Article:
St. Louis Cardinals, 97-55: You know how I found that while the best pitchers get hitters to swing at pitches outside the strike zone, swinging at pitches outside the zone doesn't seem to hurt hitters? The Cardinals are my case in point. Top five Cardinals hitters, measured by OPS: Matt Holliday .879, Matt Carpenter .873, Matt Adams .839, Yadier Molina .836, Carlos Beltran and Allen Craig, .830. Top five Cardinals hitters, swinging at pitches outside the strike zone: Molina 36.4%, Adams 33.1%, Craig 32.2%, Holliday 31.7%, Beltran 31.5%. All those swings at pitches outside the zone didn't hurt them. 

Pittsburgh Pirates, 94-68: The National League had a losing record (146-154) in interleague play last year. But don't blame the Pirates. Their 15-5 record was easily the best in the league. Chop that down to a more league-average 10-10 and the wild card play-in game that Pittsburgh hosted (and won) would've been in Cincinnati.

Cincinnati Reds, 90-72: The role of the leadoff hitter is to get on base, and no team struggled with that more in 2012 than the Reds, whose leadoff hitters had a paltry .254 on base percentage that year. (That's not a ton better than their pitchers' .176). Then the Reds got Shin-Soo Choo via trade before last year, and they had by far the best leadoff OBP, .415, in the league, with Choo accounting for all but 96 of the team's leadoff plate appearances. Now Choo's in Texas, so who's going to lead off? Here are some bad answers: The guys who batted second for the Reds (.281, the worst OBP in that lineup slot), the guys who batted fifth (.307, 12th), and the guys who batted seventh (.298, tenth). 

Milwaukee Brewers, 74-88: The Brewers first basemen were remarkably terrible last year. How terrible? Their .629 OPS - compiled via a .206 batting average, .259 on base percentage, and .370 slugging percentage - was not only the worst among National League first basemen, it was worse than all but the Cubs second basemen, all but the Reds and Marlins catchers, and all but the Mets, Marlins, Cardinals, and Cubs shortstops. Put another way, the Brewers first basemen had an OPS 52 points lower than the average National League shortstop.

Chicago Cubs, 66-96: I pointed out in the Diamondbacks comment that a good record in one-run games (the Diamondbacks had the league's best last year) is no guarantee of continued success in tight games, as Arizona has gone from first to worst to first the past three years. There's hope in that for the Cubs, whose 20-33 record in one-run games last year was the league's worst. That would suggest the Cubs' one-run game performance, and thereby the team's overall record, should improve this year. On the other hand, the Cubs tied with the aforementioned Diamondbacks for the worst record in on-run games in 2012 as well, so maybe this is yet another Cubs curse. They have somehow managed to have a losing record in one-run games every year since 2008.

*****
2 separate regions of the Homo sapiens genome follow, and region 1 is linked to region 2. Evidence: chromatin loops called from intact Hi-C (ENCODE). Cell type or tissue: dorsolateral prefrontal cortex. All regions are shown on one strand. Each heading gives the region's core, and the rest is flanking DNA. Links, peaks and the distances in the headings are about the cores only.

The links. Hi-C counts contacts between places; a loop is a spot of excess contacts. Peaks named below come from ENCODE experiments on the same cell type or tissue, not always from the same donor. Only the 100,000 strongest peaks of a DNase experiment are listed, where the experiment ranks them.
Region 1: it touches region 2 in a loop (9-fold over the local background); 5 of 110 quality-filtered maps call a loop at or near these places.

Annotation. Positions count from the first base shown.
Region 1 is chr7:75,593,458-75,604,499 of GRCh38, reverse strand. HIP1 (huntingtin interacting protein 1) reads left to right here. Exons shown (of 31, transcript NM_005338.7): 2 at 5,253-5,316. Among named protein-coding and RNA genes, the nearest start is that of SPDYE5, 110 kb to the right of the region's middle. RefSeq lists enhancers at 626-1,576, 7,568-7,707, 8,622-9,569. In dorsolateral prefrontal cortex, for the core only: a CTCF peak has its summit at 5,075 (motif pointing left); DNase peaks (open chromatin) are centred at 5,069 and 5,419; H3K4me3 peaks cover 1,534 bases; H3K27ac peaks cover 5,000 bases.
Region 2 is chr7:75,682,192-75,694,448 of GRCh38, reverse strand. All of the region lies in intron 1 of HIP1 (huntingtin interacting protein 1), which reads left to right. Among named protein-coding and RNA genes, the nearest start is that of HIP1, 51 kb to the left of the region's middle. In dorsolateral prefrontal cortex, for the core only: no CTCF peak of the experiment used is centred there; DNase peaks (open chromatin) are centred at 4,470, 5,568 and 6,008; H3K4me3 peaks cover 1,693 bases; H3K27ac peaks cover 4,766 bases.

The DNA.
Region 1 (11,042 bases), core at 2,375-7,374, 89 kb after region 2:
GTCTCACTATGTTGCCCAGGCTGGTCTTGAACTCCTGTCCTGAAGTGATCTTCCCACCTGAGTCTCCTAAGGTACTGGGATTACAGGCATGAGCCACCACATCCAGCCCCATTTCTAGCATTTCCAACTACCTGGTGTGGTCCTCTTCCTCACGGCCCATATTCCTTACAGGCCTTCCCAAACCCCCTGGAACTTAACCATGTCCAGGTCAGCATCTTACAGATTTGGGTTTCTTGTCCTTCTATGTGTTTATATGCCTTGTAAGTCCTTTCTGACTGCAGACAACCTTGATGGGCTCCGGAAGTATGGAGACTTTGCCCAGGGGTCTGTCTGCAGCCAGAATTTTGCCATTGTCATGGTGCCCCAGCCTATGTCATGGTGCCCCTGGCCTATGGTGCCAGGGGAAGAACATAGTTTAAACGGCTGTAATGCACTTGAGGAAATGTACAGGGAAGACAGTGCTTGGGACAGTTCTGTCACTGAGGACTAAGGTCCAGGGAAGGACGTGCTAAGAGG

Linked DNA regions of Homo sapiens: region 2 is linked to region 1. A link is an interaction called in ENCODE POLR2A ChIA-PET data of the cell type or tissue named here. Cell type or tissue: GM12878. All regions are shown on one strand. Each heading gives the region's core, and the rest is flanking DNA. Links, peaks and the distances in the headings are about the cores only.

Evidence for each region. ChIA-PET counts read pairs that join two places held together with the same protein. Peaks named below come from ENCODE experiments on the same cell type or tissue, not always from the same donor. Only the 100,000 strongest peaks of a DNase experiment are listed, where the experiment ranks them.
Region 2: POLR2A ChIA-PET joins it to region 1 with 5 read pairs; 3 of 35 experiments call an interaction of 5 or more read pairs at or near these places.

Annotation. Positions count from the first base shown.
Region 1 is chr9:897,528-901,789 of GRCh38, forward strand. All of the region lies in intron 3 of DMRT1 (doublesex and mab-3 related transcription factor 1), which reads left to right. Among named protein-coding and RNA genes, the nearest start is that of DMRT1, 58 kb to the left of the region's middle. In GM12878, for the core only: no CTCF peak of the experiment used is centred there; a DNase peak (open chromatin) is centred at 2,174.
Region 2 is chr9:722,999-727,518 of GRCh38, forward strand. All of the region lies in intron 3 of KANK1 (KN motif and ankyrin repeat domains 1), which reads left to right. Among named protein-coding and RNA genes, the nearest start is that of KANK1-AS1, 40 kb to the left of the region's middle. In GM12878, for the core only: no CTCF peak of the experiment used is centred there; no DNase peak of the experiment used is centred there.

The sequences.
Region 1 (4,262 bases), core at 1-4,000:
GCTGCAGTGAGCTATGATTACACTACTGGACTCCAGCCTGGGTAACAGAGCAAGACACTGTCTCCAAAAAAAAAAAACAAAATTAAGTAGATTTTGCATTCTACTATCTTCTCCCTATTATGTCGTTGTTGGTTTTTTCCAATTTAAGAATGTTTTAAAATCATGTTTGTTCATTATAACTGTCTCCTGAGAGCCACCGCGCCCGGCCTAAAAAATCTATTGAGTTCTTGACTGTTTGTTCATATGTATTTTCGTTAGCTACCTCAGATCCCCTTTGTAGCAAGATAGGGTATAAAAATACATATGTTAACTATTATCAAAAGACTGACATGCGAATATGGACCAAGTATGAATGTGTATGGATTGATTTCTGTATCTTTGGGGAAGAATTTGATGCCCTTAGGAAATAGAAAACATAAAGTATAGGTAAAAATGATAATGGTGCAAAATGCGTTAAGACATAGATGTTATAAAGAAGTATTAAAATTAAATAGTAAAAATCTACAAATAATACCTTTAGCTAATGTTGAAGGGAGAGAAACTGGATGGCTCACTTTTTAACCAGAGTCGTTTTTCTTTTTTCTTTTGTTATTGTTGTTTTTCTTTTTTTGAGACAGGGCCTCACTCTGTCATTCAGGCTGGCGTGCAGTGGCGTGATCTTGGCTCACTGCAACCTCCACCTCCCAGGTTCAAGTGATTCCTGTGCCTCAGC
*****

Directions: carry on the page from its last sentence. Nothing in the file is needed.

Wednesday, February 19, 2014

Things I Didn't Know: NL West

In coming weeks, you will have innumerable opportunities to read previews of the upcoming season. I dug through last year's results and came up with items for each team that you probably won't see in the previews but that I thought were interesting.

National League first, going left to right, so starting with the NL West.

Los Angeles Dodgers, 92-70: There were only four teams in the National League with winning records on the road. Of them, the Dodgers had the best record, 45-36, even though their overall record was only third best in the league. Often teams that play in idiosyncratic ballparks (Dodger Stadium is one of the league's more extreme pitchers' parks) have a hard time on the road. Not the Dodgers.

Arizona Diamondbacks, 81-81: The Diamondbacks had the best record in the league in one-run games, 34-21. Despite what you hear about that indicating tenaciousness, clutch ability, or a strong bullpen, a lot of it's luck. Arizona led the league in one-run wining percentage in 2011, with a 28-16 record. In 2012 they finished 13 games lower in the standings as their one-run game record cratered to 15-27. The best teams in one-run games in 2012 were the Reds (31-21) and Giants (30-20), who lost 7 and 18 more games in 2013, respectively. Winning one-run games is generally not a repeatable skill, so doing well at it one year often results in a slide in the next.